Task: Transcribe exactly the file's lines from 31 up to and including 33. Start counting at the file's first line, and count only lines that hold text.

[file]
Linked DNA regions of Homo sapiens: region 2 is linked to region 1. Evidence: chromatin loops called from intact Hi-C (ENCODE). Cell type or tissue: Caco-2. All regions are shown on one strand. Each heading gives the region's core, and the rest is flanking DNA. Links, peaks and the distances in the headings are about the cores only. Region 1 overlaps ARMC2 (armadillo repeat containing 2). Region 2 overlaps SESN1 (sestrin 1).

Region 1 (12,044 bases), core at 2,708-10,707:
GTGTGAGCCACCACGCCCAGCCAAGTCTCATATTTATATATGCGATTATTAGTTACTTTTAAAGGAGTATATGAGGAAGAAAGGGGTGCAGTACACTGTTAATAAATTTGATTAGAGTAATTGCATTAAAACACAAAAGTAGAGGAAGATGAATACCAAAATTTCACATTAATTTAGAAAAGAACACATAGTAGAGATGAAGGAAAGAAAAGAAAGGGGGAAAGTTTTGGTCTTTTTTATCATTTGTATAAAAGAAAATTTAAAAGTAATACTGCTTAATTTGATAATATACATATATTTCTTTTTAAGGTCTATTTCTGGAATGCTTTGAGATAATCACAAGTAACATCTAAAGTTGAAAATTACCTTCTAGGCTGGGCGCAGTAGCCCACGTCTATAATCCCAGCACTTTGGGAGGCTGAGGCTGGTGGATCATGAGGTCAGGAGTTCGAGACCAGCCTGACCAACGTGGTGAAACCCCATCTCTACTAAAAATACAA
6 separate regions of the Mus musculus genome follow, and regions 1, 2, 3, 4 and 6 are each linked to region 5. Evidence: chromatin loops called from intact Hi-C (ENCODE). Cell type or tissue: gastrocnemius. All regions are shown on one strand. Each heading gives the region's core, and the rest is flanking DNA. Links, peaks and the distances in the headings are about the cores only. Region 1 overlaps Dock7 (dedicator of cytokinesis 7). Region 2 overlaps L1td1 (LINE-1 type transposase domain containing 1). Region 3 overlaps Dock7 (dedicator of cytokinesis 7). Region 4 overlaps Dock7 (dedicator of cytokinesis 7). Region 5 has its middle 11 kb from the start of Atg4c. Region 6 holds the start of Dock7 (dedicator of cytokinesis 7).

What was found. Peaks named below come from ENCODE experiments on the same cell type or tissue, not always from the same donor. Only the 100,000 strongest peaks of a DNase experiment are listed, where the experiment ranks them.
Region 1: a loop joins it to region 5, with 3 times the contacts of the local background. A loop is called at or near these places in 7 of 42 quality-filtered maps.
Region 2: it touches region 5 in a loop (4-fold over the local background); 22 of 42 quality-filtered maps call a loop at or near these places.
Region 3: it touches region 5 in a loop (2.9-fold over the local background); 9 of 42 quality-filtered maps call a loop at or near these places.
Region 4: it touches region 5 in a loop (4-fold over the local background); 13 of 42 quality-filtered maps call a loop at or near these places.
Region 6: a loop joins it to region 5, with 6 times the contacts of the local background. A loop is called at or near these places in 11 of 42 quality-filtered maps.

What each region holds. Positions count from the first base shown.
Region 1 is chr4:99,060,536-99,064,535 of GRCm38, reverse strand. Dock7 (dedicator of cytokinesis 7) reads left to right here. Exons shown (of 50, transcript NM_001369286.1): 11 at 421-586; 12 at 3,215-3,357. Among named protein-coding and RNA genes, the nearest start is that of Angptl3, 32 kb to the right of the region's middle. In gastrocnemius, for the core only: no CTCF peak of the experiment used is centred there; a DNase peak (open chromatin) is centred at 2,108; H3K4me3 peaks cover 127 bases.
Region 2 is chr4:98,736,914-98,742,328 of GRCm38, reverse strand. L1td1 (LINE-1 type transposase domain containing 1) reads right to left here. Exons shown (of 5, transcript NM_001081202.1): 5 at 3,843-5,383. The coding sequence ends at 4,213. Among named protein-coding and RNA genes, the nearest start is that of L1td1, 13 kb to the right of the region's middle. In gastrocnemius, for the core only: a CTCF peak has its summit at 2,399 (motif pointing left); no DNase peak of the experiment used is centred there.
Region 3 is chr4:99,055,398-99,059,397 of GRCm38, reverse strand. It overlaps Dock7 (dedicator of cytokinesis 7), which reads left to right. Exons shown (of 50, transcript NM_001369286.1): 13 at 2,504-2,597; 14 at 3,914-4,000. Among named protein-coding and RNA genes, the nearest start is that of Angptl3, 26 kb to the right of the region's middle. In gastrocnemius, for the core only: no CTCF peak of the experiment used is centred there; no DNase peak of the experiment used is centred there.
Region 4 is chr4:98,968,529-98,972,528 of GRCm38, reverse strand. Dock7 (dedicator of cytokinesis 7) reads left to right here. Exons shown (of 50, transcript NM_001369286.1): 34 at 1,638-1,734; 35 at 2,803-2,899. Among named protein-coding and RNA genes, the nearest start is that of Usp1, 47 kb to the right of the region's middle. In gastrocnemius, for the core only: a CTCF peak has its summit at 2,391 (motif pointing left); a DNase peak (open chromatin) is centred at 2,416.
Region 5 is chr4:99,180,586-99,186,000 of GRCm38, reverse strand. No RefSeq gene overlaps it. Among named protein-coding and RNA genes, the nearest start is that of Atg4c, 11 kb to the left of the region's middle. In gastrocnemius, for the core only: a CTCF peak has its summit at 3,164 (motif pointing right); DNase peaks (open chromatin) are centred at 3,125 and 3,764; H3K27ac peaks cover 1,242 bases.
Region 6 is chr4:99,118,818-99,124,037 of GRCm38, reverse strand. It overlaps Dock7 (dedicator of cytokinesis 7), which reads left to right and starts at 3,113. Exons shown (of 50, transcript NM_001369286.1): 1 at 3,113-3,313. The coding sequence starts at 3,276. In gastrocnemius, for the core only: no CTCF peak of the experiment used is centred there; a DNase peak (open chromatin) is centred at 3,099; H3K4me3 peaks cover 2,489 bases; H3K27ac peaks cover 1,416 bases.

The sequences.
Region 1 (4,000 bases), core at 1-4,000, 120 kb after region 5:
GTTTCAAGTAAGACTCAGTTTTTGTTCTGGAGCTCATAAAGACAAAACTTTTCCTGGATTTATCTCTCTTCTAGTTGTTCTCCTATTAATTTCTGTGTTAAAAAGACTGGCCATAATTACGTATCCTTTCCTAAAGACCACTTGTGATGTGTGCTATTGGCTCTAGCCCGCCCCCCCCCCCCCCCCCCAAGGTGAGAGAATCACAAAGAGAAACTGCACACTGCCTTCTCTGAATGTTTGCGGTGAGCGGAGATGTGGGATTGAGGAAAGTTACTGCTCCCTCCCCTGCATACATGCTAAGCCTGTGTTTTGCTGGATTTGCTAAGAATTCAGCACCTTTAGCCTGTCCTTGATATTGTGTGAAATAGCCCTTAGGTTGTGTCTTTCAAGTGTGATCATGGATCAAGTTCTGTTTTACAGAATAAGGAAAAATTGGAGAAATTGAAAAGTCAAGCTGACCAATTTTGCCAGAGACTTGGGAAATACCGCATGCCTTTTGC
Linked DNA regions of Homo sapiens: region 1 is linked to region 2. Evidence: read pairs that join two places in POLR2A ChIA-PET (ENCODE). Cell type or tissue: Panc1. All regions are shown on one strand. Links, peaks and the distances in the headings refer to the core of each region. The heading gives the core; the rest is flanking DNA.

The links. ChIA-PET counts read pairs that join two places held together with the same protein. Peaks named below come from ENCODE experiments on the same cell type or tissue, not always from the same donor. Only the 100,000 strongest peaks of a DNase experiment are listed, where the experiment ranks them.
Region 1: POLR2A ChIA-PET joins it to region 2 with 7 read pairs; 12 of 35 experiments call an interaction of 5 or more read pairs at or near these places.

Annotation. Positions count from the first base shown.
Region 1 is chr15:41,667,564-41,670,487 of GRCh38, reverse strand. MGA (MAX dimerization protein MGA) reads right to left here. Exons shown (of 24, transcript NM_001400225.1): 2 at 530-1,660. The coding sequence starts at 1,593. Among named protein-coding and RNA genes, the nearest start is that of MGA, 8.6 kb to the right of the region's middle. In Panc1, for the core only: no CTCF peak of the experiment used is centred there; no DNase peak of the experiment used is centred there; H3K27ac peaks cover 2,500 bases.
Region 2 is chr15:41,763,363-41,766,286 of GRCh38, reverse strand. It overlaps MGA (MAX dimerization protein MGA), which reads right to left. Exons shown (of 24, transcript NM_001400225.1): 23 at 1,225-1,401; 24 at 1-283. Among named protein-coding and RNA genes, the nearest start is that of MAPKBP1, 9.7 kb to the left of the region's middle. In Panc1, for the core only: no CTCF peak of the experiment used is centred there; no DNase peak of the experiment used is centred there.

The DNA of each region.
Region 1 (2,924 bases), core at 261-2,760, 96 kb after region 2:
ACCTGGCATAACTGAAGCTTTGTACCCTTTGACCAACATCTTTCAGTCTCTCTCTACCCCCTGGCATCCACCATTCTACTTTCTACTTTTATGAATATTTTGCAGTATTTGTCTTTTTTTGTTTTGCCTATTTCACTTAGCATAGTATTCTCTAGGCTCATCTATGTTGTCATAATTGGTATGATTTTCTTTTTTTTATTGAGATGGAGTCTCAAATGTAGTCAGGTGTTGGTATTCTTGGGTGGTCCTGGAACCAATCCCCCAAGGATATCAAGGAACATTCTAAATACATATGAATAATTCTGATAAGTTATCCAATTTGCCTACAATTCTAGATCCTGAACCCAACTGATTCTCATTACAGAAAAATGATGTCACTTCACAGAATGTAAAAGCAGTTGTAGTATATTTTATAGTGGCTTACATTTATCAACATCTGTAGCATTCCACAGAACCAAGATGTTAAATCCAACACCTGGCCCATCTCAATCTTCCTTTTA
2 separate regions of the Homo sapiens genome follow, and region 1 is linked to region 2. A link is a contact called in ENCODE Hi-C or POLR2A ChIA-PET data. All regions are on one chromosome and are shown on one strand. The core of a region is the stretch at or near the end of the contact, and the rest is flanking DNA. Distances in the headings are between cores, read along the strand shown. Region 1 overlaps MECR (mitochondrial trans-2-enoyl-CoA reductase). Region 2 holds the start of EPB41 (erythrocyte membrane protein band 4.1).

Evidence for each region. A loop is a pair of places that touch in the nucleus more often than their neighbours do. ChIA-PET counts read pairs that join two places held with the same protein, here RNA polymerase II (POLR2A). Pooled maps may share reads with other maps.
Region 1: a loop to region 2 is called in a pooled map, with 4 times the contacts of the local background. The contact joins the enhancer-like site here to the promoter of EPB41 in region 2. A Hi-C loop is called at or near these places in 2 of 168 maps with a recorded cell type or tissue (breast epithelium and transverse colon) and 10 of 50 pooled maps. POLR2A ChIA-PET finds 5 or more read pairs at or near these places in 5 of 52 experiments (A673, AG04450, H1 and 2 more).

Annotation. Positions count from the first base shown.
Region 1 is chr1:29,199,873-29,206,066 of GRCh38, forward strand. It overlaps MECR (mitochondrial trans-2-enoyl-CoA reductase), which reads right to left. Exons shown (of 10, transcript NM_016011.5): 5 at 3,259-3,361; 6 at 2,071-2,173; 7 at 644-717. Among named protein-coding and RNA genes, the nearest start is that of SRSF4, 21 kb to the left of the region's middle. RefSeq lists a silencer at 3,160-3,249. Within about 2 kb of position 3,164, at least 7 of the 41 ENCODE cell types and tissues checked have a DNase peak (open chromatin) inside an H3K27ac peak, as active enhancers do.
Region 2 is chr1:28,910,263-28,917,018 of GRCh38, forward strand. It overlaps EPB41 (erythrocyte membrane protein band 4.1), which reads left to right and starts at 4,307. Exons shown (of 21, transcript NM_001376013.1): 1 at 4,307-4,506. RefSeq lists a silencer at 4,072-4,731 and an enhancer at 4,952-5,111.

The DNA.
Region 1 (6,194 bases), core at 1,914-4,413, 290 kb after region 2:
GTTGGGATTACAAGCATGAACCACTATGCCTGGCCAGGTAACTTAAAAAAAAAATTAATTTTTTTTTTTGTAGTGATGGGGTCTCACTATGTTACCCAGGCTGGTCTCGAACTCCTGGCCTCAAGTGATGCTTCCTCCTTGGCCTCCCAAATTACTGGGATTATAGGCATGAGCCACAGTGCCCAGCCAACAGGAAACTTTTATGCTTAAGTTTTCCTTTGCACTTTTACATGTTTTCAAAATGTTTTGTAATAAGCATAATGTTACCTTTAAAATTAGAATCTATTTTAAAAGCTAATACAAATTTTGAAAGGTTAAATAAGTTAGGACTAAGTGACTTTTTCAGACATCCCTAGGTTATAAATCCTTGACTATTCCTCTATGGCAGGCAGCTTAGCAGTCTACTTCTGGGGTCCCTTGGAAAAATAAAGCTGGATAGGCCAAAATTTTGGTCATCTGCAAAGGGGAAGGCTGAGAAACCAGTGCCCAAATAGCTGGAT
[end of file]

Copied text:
Evidence for each region. A loop is a pair of places that touch in the nucleus more often than their neighbours do. ChIA-PET counts read pairs that join two places held with the same protein, here RNA polymerase II (POLR2A). Pooled maps may share reads with other maps.
Region 1: a loop to region 2 is called in a pooled map, with 4 times the contacts of the local background. The contact joins the enhancer-like site here to the promoter of EPB41 in region 2. A Hi-C loop is called at or near these places in 2 of 168 maps with a recorded cell type or tissue (breast epithelium and transverse colon) and 10 of 50 pooled maps. POLR2A ChIA-PET finds 5 or more read pairs at or near these places in 5 of 52 experiments (A673, AG04450, H1 and 2 more).

Annotation. Positions count from the first base shown.